This trial shows superiority for TAVR over surgery. I think we have to bear some things in mind, however. First and foremost, this trial only recruited patients where TAVR was possible through the transfemoral route. And we know that this is not always the case in patients with severe peripheral vascular disease. The average age of the patients was 73. And so I think, certainly for younger patients, there is a lot of questions to be asked.

And I think the most important discussion that has to be had about this trial is that we only saw 1 year endpoints. There isn't really a lot of good data around the much longer-term outcomes of this population. We know that these low-risk young populations have very aggressive valvular degeneration. And so 5, 10 years down the line, we simply don't know whether the outcomes of TAVR are going to be similar to surgical AVR or whether the event rates will cross over in favour of the surgical AVR arm.

Certainly, from my practice, I probably would undertake TAVR in more elderly patients. But I think in younger patients in my view, surgical AVR is very much the standard of care until we have longer follow up data in this group of patients with TAVR.


The third trial that I wanted to talk about was the ISCHEMIA trial (International Study of Comparative Health Effectiveness With Medical and Invasive Approaches). The ISCHEMIA trial was presented at the American Heart Association and this is the trial that everybody's talking about.

This was a trial of over 5000 patients from 320 sites from across the world. And it asked the question of whether patients with moderate to severe ischemia on stress imaging or exercise tolerance tests were better managed either with optimal medical therapy or optimal medical therapy and an invasive therapy.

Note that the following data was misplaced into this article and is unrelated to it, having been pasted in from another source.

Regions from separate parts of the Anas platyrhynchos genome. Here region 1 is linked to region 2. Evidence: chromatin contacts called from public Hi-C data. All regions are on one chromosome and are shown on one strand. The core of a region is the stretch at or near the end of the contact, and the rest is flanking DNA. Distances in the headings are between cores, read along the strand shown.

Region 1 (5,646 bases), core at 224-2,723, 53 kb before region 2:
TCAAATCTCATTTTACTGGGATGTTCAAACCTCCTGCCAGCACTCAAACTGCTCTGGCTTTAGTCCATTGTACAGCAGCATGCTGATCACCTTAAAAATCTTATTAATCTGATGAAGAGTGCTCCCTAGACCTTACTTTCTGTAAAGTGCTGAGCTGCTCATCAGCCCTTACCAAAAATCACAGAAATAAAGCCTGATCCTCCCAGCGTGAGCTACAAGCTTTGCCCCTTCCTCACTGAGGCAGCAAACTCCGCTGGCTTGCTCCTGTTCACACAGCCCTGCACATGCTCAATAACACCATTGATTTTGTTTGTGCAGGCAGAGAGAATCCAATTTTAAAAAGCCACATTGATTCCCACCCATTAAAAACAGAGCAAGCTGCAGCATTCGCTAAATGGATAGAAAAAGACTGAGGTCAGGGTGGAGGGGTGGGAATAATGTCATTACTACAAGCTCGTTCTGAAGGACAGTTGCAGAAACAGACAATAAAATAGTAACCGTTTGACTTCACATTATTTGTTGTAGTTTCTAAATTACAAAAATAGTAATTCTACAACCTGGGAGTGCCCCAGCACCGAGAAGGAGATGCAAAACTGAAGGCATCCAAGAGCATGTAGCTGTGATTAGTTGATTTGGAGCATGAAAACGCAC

Initially patients had a coronary CT to exclude left main disease and if they excluded left main disease they were randomised to either optimal therapy or invasive PCI.

The primary endpoint was cardiovascular death, MI, hospitalisation for heart failure, unstable angina, or cardiac arrest. The median follow-up was 3.3 years, and the primary endpoint was met in 13.3% in those managed invasively and 15% in those managed with optimal medical therapy.

So there was no difference in outcomes. Why is this important? Well, I think it really answers the question in patients with stable coronary artery disease that have a high burden of ischaemia that actually these patients have very good outcomes with medical management. There is no difference in hard clinical end points between undertaking PCI and medical management.

One thing that the trial did show was better symptom relief at 1 year with PCI and it certainly will help our discussions with patients that PCI, even in contemporary practice, won't make patients live any longer, won't reduce their event rates, but may help reduce their symptoms at 1 year.

I think the other thing that the ISCHEMIA trial really brings out is whether stress tests are necessary. After all, identifying ischaemia in these patients, [whether] moderate [or] severe, if you're not going to do anything about it, if you're not going to do PCI in these patients or use this as a means or as a target for revascularisation, then why do it? So I think certainly, in the coming couple of years, we should see a reduction in stress testing for ischaemia, particularly if now we're saying that in patients with severe ischaemia, there's no real indication to do PCI unless for symptomatic benefit.

Other Highlights

So thank you for joining me for my top three trials of 2019. There have been several other trials: COMPLETEISAR-REACT 5,  AUGUSTUS, but I thought that these three trials were the broadest and have the greatest impact on clinical practice. So thank you for joining me over 2019. I wish you and your families a very Happy Christmas and happy holidays. I wish you all the very best for 2020 and hope that you will join us in discussing trials and other interesting things on Medscape UK.